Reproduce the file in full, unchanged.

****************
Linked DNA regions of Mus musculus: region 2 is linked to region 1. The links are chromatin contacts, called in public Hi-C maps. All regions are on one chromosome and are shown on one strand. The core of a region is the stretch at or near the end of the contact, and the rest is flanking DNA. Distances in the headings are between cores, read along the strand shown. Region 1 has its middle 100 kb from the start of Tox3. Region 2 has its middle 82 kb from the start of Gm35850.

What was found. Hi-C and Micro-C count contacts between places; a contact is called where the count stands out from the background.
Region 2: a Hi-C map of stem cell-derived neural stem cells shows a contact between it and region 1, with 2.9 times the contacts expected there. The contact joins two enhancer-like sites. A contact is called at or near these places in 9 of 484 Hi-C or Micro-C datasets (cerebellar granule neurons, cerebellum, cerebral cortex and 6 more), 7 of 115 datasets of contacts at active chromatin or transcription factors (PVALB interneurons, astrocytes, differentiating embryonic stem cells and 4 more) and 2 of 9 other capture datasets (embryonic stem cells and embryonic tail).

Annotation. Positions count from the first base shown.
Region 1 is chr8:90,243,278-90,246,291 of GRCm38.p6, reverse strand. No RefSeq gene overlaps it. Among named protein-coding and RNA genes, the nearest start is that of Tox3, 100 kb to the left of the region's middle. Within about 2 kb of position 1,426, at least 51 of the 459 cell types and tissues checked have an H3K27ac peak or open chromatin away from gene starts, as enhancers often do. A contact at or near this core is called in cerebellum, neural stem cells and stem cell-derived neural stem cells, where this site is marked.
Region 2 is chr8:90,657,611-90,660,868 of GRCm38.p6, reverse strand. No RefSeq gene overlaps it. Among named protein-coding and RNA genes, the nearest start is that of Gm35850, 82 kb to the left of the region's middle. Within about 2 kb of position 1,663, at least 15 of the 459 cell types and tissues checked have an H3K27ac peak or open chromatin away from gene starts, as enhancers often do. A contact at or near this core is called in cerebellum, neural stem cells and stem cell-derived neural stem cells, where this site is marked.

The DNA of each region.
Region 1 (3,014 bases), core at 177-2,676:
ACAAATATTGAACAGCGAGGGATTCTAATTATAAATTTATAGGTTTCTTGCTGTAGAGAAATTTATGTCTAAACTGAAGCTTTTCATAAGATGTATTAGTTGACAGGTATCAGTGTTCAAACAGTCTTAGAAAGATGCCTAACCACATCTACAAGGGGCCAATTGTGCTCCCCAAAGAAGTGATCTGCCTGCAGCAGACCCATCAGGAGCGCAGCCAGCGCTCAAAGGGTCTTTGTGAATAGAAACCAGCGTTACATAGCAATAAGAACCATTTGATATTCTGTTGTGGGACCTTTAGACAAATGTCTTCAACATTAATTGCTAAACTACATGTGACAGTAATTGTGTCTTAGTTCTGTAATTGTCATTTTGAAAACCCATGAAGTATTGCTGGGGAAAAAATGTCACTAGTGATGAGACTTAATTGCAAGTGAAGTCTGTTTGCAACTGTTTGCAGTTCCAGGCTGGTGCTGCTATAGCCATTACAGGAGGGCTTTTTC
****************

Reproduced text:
Linked DNA regions of Mus musculus: region 2 is linked to region 1. The links are chromatin contacts, called in public Hi-C maps. All regions are on one chromosome and are shown on one strand. The core of a region is the stretch at or near the end of the contact, and the rest is flanking DNA. Distances in the headings are between cores, read along the strand shown. Region 1 has its middle 100 kb from the start of Tox3. Region 2 has its middle 82 kb from the start of Gm35850.

What was found. Hi-C and Micro-C count contacts between places; a contact is called where the count stands out from the background.
Region 2: a Hi-C map of stem cell-derived neural stem cells shows a contact between it and region 1, with 2.9 times the contacts expected there. The contact joins two enhancer-like sites. A contact is called at or near these places in 9 of 484 Hi-C or Micro-C datasets (cerebellar granule neurons, cerebellum, cerebral cortex and 6 more), 7 of 115 datasets of contacts at active chromatin or transcription factors (PVALB interneurons, astrocytes, differentiating embryonic stem cells and 4 more) and 2 of 9 other capture datasets (embryonic stem cells and embryonic tail).

Annotation. Positions count from the first base shown.
Region 1 is chr8:90,243,278-90,246,291 of GRCm38.p6, reverse strand. No RefSeq gene overlaps it. Among named protein-coding and RNA genes, the nearest start is that of Tox3, 100 kb to the left of the region's middle. Within about 2 kb of position 1,426, at least 51 of the 459 cell types and tissues checked have an H3K27ac peak or open chromatin away from gene starts, as enhancers often do. A contact at or near this core is called in cerebellum, neural stem cells and stem cell-derived neural stem cells, where this site is marked.
Region 2 is chr8:90,657,611-90,660,868 of GRCm38.p6, reverse strand. No RefSeq gene overlaps it. Among named protein-coding and RNA genes, the nearest start is that of Gm35850, 82 kb to the left of the region's middle. Within about 2 kb of position 1,663, at least 15 of the 459 cell types and tissues checked have an H3K27ac peak or open chromatin away from gene starts, as enhancers often do. A contact at or near this core is called in cerebellum, neural stem cells and stem cell-derived neural stem cells, where this site is marked.

The DNA of each region.
Region 1 (3,014 bases), core at 177-2,676:
ACAAATATTGAACAGCGAGGGATTCTAATTATAAATTTATAGGTTTCTTGCTGTAGAGAAATTTATGTCTAAACTGAAGCTTTTCATAAGATGTATTAGTTGACAGGTATCAGTGTTCAAACAGTCTTAGAAAGATGCCTAACCACATCTACAAGGGGCCAATTGTGCTCCCCAAAGAAGTGATCTGCCTGCAGCAGACCCATCAGGAGCGCAGCCAGCGCTCAAAGGGTCTTTGTGAATAGAAACCAGCGTTACATAGCAATAAGAACCATTTGATATTCTGTTGTGGGACCTTTAGACAAATGTCTTCAACATTAATTGCTAAACTACATGTGACAGTAATTGTGTCTTAGTTCTGTAATTGTCATTTTGAAAACCCATGAAGTATTGCTGGGGAAAAAATGTCACTAGTGATGAGACTTAATTGCAAGTGAAGTCTGTTTGCAACTGTTTGCAGTTCCAGGCTGGTGCTGCTATAGCCATTACAGGAGGGCTTTTTC